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Somerset Serious Case Review calls for better understanding

Following injuries sustained by two Somerset babies a Serious Case Review by the Somerset Safeguarding and Care Board has highlighted an ‘over optimistic’ attitude and over reliance on the word of parents who appearing concerned and cooperative. It comes barely 18 months since a similar review into the case of the non-accidental injury of a Somerset child “Y” in 2013.

So are we back to square one with an underperforming Children’s Services department? Not necessarily. Many of the problems highlighted in the Child Y review involved poor communication both within social worker teams, and between agencies such as midwifery, police, social care etc.

In this case the main problems identified were mostly different:

•           Understanding and reviewing family history

The parents in this case both had significant issues in their past including domestic abuse and mental health problems associated with the misuse of drugs. Helpful information about the parents could have been obtained if housing association staff had been invited to participate in case planning meetings.

•           Over reliance on the word of the parents

The review also observed that professionals should have been more sceptical of the explanations given by the parents and taken the opportunities to corroborate what they were saying. The chaotic lives of the family sometimes diverted attention of professionals.

•           A greater understanding of normal child development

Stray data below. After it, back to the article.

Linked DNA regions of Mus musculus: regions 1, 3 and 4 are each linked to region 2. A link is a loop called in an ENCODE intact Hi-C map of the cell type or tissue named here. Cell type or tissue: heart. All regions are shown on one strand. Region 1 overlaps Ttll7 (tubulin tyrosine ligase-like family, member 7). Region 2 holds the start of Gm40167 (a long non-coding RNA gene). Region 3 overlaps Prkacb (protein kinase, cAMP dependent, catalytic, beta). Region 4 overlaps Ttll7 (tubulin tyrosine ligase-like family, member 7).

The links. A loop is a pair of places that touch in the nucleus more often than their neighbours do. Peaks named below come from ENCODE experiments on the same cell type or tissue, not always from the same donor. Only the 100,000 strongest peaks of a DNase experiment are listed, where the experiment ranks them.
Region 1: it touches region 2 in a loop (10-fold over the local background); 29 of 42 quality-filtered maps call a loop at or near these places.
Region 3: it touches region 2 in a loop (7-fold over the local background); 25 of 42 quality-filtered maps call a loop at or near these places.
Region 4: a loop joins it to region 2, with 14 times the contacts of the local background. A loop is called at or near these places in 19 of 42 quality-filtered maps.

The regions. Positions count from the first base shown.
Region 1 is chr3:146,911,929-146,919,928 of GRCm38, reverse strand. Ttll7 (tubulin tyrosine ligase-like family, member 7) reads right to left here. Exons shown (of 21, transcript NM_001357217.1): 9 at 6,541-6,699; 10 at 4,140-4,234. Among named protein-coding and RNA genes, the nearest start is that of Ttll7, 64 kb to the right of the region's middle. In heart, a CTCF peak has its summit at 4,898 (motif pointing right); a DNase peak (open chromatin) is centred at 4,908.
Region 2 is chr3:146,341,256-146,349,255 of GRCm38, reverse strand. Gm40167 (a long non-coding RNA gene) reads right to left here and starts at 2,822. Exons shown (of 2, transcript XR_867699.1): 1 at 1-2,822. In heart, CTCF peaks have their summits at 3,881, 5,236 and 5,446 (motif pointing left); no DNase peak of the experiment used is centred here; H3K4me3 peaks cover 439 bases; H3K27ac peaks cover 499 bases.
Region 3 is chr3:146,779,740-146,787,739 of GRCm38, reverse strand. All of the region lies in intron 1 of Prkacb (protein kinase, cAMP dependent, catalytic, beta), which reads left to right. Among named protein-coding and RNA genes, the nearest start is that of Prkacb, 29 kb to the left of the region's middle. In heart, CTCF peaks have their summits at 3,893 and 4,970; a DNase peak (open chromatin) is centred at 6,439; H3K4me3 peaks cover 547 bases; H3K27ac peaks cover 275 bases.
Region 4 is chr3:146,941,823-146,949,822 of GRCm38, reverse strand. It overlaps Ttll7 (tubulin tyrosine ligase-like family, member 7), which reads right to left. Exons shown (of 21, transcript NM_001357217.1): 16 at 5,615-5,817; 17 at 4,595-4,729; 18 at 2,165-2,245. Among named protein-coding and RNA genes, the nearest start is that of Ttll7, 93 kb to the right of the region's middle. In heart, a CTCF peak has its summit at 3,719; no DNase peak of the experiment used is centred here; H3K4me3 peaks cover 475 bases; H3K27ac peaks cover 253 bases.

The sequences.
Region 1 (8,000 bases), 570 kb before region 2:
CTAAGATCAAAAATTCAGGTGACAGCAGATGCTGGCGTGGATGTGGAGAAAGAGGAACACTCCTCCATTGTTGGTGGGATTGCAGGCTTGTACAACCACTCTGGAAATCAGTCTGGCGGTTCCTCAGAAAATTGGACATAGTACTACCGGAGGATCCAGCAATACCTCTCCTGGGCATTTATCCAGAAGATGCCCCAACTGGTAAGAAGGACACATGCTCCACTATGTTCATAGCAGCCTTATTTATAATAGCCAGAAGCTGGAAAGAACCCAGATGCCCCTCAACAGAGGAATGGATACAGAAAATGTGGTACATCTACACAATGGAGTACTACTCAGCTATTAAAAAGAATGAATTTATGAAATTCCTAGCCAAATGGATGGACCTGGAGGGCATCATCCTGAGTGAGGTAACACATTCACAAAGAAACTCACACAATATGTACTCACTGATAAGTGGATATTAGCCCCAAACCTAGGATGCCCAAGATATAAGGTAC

Child J was only five months old when it sustained a cut to the inside of their upper lip in April 2014. A child of this age was unlikely to have acquired such an injury by accident and police and social care staff should have been more suspicious of this being a non-accidental injury.

However it is more disturbing to note that in some areas lessons have clearly not been learned from the Child Y case.  That case highlighted the importance of GPs and other health professionals identifying the role and impact of fathers on the ability of mothers to safely parent, and sharing information about fathers where background or historical concerns exist. In other words understanding and reviewing family history.

And once again we are told of the need for “better sharing of information between agencies, more face-to-face meetings and better management supervision.” This does sound to me like a lesson that is not being learned.

It is of course easy to pick on these reviews when they occur and assume the worst. It is worth noting that the review also noted examples of good professional practice, including:

The GP raising concerns about Child J, having noticed bruising

The housing support worker providing continuing of care to the mother of Child L and Child J

The health visiting service for maintaining a relationship and responding flexibly to the needs of the family and including the male partner and father to Child J

We do know that their have been significant improvements to the Children’s Services team. A new director has been in place for a couple of years, recruitment has improved and staff turnover and case load issues addressed.

But some lessons still need to be learned 18 months after the last time we were told they needed to be learned. That is disappointing and not something we would hope to see again in the future. “All the agencies have contributed to this review and are committed to learning the lessons that come from it,” says Julian Wooster, Somerset County Council’s Director of Children’s Services.

To date there has been no prosecution in connection with this case and the children are now living under special guardianship.

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